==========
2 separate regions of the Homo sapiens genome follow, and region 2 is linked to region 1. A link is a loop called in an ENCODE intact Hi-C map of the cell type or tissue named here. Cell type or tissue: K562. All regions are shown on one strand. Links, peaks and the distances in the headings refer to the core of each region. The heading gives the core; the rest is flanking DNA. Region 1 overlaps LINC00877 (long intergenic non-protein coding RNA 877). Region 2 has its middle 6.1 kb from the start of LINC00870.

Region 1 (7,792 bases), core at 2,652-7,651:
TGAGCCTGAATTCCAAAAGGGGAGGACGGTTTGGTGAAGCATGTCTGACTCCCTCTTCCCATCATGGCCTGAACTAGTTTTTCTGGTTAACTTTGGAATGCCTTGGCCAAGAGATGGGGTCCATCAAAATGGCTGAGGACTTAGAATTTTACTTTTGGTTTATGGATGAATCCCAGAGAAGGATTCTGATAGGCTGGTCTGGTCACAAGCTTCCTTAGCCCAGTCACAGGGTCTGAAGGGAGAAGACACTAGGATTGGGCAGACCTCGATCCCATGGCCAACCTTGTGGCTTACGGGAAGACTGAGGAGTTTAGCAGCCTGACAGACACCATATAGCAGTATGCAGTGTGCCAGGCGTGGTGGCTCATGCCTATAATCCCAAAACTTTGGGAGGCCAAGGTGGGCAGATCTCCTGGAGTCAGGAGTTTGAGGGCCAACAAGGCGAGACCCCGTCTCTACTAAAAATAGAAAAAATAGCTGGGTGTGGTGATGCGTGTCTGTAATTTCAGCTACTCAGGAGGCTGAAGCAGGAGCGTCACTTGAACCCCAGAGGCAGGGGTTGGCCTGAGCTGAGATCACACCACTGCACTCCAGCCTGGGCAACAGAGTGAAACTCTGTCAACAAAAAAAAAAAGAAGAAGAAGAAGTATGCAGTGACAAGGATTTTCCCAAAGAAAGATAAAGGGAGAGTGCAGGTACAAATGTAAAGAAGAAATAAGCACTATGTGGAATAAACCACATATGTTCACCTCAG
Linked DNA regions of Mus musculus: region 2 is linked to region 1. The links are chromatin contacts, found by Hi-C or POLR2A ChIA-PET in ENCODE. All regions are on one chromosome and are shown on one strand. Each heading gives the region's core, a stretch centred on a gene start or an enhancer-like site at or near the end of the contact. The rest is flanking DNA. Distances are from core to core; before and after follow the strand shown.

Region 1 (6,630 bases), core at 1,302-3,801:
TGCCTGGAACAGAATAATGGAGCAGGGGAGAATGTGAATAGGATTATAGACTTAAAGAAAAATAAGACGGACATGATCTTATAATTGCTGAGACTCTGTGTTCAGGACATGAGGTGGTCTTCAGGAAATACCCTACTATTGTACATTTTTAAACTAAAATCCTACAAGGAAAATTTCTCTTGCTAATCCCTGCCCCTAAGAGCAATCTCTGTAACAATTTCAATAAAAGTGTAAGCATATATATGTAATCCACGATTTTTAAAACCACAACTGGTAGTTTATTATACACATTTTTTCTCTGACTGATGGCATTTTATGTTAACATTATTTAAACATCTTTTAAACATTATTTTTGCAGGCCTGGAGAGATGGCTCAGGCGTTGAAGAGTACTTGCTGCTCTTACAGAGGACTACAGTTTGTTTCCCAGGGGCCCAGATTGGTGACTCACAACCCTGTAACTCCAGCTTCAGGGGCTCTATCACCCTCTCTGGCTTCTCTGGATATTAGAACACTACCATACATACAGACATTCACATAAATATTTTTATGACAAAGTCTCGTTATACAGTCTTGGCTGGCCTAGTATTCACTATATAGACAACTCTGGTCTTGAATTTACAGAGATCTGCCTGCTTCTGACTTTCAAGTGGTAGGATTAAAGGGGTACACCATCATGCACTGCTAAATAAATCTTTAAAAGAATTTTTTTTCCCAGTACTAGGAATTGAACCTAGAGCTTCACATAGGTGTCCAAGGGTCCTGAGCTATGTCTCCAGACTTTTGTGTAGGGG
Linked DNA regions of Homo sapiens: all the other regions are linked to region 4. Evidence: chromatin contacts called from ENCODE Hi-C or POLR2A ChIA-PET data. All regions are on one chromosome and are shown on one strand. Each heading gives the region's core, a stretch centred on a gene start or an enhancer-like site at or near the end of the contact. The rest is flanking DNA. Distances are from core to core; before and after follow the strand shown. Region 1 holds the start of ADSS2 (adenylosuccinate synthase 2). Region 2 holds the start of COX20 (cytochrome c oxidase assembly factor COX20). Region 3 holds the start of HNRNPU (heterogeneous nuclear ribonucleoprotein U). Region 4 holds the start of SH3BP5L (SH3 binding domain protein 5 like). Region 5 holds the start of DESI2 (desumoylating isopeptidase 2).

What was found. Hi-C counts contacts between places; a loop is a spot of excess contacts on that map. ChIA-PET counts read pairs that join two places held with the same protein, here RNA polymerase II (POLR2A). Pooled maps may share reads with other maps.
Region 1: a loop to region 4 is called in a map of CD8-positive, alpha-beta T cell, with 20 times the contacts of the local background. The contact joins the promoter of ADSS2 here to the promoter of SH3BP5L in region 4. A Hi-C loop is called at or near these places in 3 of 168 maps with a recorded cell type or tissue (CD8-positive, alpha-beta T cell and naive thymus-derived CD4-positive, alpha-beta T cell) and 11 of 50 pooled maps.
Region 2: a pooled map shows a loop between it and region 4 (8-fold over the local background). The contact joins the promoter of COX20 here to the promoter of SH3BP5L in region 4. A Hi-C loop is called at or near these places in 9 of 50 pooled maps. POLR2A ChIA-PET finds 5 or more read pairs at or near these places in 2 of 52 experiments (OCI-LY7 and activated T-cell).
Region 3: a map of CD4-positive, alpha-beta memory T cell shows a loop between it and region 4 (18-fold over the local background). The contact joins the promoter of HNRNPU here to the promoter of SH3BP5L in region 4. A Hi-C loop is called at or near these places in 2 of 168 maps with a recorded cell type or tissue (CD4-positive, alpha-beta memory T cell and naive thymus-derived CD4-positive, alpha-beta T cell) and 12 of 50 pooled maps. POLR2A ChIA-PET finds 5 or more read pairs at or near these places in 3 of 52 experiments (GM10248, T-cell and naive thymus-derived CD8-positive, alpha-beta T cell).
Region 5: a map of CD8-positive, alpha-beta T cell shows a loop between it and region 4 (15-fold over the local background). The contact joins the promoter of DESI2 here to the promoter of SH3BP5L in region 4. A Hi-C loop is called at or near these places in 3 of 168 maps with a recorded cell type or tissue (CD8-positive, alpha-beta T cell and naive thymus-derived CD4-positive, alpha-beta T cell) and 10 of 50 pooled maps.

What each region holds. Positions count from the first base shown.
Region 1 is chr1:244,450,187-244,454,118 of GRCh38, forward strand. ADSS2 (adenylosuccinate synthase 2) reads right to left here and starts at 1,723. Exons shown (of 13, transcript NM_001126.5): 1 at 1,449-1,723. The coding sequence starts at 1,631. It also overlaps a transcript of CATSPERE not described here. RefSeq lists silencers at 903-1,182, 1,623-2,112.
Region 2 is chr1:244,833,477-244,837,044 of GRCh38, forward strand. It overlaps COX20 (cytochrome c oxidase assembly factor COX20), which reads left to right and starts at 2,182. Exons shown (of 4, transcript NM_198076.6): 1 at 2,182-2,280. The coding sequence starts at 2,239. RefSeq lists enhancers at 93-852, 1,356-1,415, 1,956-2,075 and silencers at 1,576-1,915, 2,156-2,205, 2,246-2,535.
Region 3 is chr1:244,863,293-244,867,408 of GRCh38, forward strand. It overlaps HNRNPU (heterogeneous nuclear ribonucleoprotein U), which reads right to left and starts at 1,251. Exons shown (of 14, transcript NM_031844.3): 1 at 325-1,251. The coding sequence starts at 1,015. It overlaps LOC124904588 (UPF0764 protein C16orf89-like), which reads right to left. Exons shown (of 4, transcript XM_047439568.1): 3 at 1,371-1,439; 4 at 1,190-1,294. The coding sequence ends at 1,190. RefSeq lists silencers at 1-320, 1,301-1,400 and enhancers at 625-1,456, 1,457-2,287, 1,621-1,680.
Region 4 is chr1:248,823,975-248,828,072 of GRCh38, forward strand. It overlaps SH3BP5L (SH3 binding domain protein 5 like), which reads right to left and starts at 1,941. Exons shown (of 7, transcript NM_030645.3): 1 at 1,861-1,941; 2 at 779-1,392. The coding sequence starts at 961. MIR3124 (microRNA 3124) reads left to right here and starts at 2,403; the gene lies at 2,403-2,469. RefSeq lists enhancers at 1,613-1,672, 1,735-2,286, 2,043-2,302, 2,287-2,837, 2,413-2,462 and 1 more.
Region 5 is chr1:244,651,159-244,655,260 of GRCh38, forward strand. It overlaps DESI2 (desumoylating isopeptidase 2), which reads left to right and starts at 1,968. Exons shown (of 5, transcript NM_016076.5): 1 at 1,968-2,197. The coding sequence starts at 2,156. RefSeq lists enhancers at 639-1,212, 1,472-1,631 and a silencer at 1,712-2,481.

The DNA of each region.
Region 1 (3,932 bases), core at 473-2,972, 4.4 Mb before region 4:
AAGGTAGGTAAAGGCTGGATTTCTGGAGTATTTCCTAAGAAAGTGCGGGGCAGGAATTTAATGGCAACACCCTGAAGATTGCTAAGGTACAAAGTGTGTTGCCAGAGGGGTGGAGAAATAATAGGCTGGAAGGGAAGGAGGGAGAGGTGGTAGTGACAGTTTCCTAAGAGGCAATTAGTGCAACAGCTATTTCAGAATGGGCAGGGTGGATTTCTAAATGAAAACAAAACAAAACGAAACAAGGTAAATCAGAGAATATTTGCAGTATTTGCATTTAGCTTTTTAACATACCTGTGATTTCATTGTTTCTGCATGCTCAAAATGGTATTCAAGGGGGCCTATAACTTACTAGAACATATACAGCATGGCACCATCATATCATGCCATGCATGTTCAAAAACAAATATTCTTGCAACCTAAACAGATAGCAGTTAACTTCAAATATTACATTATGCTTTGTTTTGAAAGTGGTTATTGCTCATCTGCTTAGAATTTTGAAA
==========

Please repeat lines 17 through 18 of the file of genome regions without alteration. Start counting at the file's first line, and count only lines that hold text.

Region 4 is chr1:248,823,975-248,828,072 of GRCh38, forward strand. It overlaps SH3BP5L (SH3 binding domain protein 5 like), which reads right to left and starts at 1,941. Exons shown (of 7, transcript NM_030645.3): 1 at 1,861-1,941; 2 at 779-1,392. The coding sequence starts at 961. MIR3124 (microRNA 3124) reads left to right here and starts at 2,403; the gene lies at 2,403-2,469. RefSeq lists enhancers at 1,613-1,672, 1,735-2,286, 2,043-2,302, 2,287-2,837, 2,413-2,462 and 1 more.
Region 5 is chr1:244,651,159-244,655,260 of GRCh38, forward strand. It overlaps DESI2 (desumoylating isopeptidase 2), which reads left to right and starts at 1,968. Exons shown (of 5, transcript NM_016076.5): 1 at 1,968-2,197. The coding sequence starts at 2,156. RefSeq lists enhancers at 639-1,212, 1,472-1,631 and a silencer at 1,712-2,481.